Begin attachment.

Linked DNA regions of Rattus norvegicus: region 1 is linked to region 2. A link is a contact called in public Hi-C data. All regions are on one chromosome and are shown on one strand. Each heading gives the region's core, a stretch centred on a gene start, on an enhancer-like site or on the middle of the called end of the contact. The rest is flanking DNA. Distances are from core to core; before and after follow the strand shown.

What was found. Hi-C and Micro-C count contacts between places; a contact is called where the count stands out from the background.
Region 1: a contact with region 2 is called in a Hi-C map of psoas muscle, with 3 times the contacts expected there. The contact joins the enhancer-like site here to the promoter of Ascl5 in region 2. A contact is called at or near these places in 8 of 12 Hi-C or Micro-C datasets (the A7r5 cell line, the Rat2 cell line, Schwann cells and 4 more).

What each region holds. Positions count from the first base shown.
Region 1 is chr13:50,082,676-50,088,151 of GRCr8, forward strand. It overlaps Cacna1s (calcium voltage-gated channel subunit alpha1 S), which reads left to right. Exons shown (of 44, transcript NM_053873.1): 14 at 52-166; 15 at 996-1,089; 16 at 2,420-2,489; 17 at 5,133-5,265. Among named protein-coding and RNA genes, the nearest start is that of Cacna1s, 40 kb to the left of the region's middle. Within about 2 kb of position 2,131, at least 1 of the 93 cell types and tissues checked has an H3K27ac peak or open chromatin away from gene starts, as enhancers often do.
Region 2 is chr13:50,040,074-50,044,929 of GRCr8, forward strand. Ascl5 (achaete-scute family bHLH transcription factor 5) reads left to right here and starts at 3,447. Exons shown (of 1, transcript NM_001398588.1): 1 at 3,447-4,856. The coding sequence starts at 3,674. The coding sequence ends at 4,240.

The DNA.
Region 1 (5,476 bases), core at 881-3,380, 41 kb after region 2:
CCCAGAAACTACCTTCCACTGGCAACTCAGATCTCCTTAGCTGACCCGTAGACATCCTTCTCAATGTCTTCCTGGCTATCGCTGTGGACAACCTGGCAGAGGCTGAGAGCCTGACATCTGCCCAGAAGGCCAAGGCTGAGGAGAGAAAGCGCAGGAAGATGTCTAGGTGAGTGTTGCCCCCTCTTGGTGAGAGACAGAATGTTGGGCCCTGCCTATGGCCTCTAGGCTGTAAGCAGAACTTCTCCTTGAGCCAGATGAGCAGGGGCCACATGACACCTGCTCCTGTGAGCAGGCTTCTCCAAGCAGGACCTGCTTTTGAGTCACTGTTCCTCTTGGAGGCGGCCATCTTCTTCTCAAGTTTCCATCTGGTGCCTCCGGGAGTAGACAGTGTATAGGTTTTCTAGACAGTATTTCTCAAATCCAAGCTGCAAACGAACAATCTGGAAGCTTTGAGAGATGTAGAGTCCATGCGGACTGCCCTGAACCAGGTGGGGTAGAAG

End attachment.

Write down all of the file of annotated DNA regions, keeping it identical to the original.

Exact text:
Linked DNA regions of Rattus norvegicus: region 1 is linked to region 2. A link is a contact called in public Hi-C data. All regions are on one chromosome and are shown on one strand. Each heading gives the region's core, a stretch centred on a gene start, on an enhancer-like site or on the middle of the called end of the contact. The rest is flanking DNA. Distances are from core to core; before and after follow the strand shown.

What was found. Hi-C and Micro-C count contacts between places; a contact is called where the count stands out from the background.
Region 1: a contact with region 2 is called in a Hi-C map of psoas muscle, with 3 times the contacts expected there. The contact joins the enhancer-like site here to the promoter of Ascl5 in region 2. A contact is called at or near these places in 8 of 12 Hi-C or Micro-C datasets (the A7r5 cell line, the Rat2 cell line, Schwann cells and 4 more).

What each region holds. Positions count from the first base shown.
Region 1 is chr13:50,082,676-50,088,151 of GRCr8, forward strand. It overlaps Cacna1s (calcium voltage-gated channel subunit alpha1 S), which reads left to right. Exons shown (of 44, transcript NM_053873.1): 14 at 52-166; 15 at 996-1,089; 16 at 2,420-2,489; 17 at 5,133-5,265. Among named protein-coding and RNA genes, the nearest start is that of Cacna1s, 40 kb to the left of the region's middle. Within about 2 kb of position 2,131, at least 1 of the 93 cell types and tissues checked has an H3K27ac peak or open chromatin away from gene starts, as enhancers often do.
Region 2 is chr13:50,040,074-50,044,929 of GRCr8, forward strand. Ascl5 (achaete-scute family bHLH transcription factor 5) reads left to right here and starts at 3,447. Exons shown (of 1, transcript NM_001398588.1): 1 at 3,447-4,856. The coding sequence starts at 3,674. The coding sequence ends at 4,240.

The DNA.
Region 1 (5,476 bases), core at 881-3,380, 41 kb after region 2:
CCCAGAAACTACCTTCCACTGGCAACTCAGATCTCCTTAGCTGACCCGTAGACATCCTTCTCAATGTCTTCCTGGCTATCGCTGTGGACAACCTGGCAGAGGCTGAGAGCCTGACATCTGCCCAGAAGGCCAAGGCTGAGGAGAGAAAGCGCAGGAAGATGTCTAGGTGAGTGTTGCCCCCTCTTGGTGAGAGACAGAATGTTGGGCCCTGCCTATGGCCTCTAGGCTGTAAGCAGAACTTCTCCTTGAGCCAGATGAGCAGGGGCCACATGACACCTGCTCCTGTGAGCAGGCTTCTCCAAGCAGGACCTGCTTTTGAGTCACTGTTCCTCTTGGAGGCGGCCATCTTCTTCTCAAGTTTCCATCTGGTGCCTCCGGGAGTAGACAGTGTATAGGTTTTCTAGACAGTATTTCTCAAATCCAAGCTGCAAACGAACAATCTGGAAGCTTTGAGAGATGTAGAGTCCATGCGGACTGCCCTGAACCAGGTGGGGTAGAAG